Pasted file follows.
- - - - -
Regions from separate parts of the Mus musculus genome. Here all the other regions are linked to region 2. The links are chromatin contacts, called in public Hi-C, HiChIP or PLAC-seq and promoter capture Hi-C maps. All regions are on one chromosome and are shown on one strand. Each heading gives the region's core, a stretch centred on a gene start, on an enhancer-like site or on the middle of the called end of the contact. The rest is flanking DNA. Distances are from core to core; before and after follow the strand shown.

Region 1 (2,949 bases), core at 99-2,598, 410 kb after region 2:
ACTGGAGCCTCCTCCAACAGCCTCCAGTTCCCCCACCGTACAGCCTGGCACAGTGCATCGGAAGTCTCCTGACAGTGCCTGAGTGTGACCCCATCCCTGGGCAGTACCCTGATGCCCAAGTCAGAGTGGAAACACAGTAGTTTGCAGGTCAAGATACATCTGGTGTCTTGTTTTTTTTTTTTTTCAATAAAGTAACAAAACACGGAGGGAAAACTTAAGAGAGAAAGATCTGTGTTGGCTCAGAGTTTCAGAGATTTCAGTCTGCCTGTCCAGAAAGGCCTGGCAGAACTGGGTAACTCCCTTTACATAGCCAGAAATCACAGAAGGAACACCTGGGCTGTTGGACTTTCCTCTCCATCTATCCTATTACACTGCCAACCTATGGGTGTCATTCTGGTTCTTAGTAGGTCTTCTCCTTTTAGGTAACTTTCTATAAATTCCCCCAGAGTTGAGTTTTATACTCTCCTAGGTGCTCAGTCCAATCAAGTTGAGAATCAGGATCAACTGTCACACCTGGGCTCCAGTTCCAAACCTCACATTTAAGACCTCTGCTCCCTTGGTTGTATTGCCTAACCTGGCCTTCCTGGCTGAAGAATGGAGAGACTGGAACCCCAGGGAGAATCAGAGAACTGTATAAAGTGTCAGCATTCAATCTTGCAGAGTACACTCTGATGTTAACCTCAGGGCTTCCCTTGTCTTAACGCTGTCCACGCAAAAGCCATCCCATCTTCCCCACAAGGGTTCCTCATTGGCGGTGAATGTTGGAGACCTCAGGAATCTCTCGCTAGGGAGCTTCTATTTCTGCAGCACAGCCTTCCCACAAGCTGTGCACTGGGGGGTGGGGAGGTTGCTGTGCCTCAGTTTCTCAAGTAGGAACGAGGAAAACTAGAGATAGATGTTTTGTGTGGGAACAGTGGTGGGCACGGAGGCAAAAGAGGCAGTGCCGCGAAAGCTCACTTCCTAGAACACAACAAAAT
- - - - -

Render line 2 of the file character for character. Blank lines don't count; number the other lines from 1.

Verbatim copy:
Region 1 (2,949 bases), core at 99-2,598, 410 kb after region 2: